We've all heard of sleep walking and sleep talking, but have you ever heard of "sleep writing"? Whenever I finish writing a poem or a story, the first thing I do before editing my work is to sleep on it. That's right, the first arduous task after completing a masterpiece is to catch some zzzz's. The reason for this is that you might be tempted to submit that jewel of literature right then and there with an impulsive click of the submit button on a literary magazine's website, because you truly believe that this is the very best thing you've ever written. If this were Mrs. McClusky's 8th Grade Language Arts class, you would get an A+ for sure. In the hard, early morning light of day you will realize that this isn't the best piece of writing in your portfolio, but it has potential if tweaked and prodded a bit. Also, your level headed daytime self will notice the need for deleting all of those extra exclamation points and words translated into French for effect. Everything starts and ends as a great idea. It's all good; don't worry. Just sleep on it first, and your subconscious mind will make it better for you.
That's right, inside every writer there is a dreamland editor just waiting to get out and into your computer files. As luck would have it, your mind has all of those chapters and stanzas filed away in brain cells, so that when you sleep, you are actually working very hard at your writing. It almost justifies having a cat nap during the day, doesn't it? Or perhaps just a daydream for inspiration. I should have a poster made for my office door that reads: "Caution: Writer at Work - Do Not Startle if in a Trance or Awaken if in a Sleeping Position on the Couch".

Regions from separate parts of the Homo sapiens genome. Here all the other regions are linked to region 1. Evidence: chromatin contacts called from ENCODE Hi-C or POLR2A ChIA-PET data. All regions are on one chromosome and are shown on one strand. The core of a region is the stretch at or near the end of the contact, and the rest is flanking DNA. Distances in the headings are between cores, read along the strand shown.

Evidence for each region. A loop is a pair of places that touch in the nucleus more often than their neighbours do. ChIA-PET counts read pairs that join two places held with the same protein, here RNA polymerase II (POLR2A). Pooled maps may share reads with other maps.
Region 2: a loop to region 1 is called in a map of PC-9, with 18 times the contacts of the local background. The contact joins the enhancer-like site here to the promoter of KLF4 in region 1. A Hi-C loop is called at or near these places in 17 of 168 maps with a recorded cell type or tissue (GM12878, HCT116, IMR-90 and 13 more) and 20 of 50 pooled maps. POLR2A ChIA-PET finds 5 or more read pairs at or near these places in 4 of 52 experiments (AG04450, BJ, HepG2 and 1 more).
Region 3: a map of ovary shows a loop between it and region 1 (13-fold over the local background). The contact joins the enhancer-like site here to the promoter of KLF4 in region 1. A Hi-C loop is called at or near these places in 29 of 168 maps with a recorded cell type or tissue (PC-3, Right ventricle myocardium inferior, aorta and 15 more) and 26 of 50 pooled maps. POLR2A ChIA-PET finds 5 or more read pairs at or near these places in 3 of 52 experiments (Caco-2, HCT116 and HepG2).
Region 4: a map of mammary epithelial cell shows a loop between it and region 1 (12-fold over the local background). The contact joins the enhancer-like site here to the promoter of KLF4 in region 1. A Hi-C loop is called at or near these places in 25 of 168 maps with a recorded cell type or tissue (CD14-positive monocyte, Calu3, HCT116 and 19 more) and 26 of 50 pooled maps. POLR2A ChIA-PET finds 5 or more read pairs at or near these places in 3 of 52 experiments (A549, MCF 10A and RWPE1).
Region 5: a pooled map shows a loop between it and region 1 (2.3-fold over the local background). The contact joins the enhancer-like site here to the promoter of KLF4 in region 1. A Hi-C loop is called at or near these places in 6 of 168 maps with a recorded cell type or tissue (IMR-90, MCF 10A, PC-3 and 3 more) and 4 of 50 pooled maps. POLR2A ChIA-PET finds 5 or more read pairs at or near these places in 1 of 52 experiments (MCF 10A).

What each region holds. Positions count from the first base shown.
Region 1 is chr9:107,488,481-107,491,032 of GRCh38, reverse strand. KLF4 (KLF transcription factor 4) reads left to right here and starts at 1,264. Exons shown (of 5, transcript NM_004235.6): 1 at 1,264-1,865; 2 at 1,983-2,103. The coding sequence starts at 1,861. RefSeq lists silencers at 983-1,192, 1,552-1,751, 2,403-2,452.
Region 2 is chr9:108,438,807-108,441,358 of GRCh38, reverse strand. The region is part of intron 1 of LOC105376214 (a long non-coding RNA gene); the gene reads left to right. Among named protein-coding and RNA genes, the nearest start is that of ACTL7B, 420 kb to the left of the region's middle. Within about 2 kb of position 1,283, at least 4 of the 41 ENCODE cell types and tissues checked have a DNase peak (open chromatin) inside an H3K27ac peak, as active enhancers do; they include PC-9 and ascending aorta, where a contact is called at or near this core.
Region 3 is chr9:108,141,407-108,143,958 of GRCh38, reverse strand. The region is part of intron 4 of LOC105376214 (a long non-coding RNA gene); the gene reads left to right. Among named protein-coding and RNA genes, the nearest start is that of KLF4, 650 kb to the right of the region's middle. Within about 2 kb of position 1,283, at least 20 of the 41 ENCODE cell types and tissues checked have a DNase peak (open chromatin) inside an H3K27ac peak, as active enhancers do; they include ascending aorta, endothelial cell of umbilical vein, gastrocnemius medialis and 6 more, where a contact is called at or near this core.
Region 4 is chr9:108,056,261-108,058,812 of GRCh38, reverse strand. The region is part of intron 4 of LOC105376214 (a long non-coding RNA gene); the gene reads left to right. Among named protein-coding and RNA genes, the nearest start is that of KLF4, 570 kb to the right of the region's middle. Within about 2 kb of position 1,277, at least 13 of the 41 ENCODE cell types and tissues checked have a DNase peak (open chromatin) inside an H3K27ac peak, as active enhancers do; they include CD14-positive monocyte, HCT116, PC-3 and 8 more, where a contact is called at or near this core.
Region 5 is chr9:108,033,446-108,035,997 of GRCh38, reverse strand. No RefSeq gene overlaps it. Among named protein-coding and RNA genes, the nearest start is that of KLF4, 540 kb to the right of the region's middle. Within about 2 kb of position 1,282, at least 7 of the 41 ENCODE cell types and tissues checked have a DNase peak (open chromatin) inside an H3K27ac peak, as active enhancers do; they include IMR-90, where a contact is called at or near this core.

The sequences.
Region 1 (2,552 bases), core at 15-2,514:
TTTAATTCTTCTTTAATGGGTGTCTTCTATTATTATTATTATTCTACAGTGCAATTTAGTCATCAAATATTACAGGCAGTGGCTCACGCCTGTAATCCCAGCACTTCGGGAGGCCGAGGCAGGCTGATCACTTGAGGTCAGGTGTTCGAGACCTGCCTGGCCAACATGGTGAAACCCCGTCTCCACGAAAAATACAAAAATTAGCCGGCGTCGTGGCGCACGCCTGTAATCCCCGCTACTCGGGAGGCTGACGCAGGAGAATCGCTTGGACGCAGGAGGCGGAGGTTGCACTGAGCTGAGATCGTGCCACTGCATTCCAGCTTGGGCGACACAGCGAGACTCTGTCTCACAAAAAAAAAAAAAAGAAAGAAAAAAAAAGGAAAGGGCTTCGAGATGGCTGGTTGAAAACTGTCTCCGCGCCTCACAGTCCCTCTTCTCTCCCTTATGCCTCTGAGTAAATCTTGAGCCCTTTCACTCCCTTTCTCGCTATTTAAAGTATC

As silly as this theory might sound, I find it to hold true in most writer's block situations. I am currently working on a new poem for my latest writing project. Just 2 more poems, and I will have half of a completed manuscript, so the pressure is on my dreamtime self to be in top form. I wrote this poem a week ago, but I am not satisfied enough to call it done. I am just not happy with the last two lines. The message is right, but the lines don't fit the mood or style of the rest of the poem. I have slept on this poem for a number of nights and it is still not coming together. My experiment tonight, after doing more editing, will be to read through the entire poem one more time before my head hits the pillow. I will program myself to dream about a resolution for the poem. With the muses and my subconscious on my side, the answer to my poetic puzzle will present itself by the morning (if I can get to my computer before my 4-year-old demands Cheerios). Wish me luck. Also, if anyone happens to cross creative wires with me and receives the answer to my poem's ending (it's about a marshland in New England - that's all I'm revealing), then feel free to e-mail me your words of editorial wisdom.
Funny stories aside, I do believe in allowing ideas for writing projects to percolate and then allowing the creative subconscious to work out what the waking mind often makes too complicated. Our dreams can be amazing teachers. Go ahead and pat yourself on the back, because it's all you! You are both the talented writer and the skillful editor wrapped up into one, literary powerhouse package.
Write to dream - then dream about writing, so that the words come to life on the page for all to be inspired!